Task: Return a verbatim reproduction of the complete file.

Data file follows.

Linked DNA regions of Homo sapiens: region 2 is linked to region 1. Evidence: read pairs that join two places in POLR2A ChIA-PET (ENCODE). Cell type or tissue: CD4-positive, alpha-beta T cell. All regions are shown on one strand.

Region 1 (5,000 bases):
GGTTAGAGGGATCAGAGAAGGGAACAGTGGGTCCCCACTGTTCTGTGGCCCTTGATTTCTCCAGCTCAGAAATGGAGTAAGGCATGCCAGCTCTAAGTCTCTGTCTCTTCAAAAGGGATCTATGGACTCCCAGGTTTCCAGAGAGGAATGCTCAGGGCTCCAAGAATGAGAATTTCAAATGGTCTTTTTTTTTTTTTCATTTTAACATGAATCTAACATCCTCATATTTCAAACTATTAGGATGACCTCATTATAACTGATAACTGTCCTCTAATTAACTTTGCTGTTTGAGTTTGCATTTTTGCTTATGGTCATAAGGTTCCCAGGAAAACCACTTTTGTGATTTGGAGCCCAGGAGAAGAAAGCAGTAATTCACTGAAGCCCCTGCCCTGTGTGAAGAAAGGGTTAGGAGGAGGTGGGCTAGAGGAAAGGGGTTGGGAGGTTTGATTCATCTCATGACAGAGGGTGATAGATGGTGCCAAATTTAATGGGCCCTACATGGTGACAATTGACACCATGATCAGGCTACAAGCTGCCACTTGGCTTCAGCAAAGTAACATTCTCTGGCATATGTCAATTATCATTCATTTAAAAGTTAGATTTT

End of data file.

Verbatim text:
Linked DNA regions of Homo sapiens: region 2 is linked to region 1. Evidence: read pairs that join two places in POLR2A ChIA-PET (ENCODE). Cell type or tissue: CD4-positive, alpha-beta T cell. All regions are shown on one strand.

Region 1 (5,000 bases):
GGTTAGAGGGATCAGAGAAGGGAACAGTGGGTCCCCACTGTTCTGTGGCCCTTGATTTCTCCAGCTCAGAAATGGAGTAAGGCATGCCAGCTCTAAGTCTCTGTCTCTTCAAAAGGGATCTATGGACTCCCAGGTTTCCAGAGAGGAATGCTCAGGGCTCCAAGAATGAGAATTTCAAATGGTCTTTTTTTTTTTTTCATTTTAACATGAATCTAACATCCTCATATTTCAAACTATTAGGATGACCTCATTATAACTGATAACTGTCCTCTAATTAACTTTGCTGTTTGAGTTTGCATTTTTGCTTATGGTCATAAGGTTCCCAGGAAAACCACTTTTGTGATTTGGAGCCCAGGAGAAGAAAGCAGTAATTCACTGAAGCCCCTGCCCTGTGTGAAGAAAGGGTTAGGAGGAGGTGGGCTAGAGGAAAGGGGTTGGGAGGTTTGATTCATCTCATGACAGAGGGTGATAGATGGTGCCAAATTTAATGGGCCCTACATGGTGACAATTGACACCATGATCAGGCTACAAGCTGCCACTTGGCTTCAGCAAAGTAACATTCTCTGGCATATGTCAATTATCATTCATTTAAAAGTTAGATTTT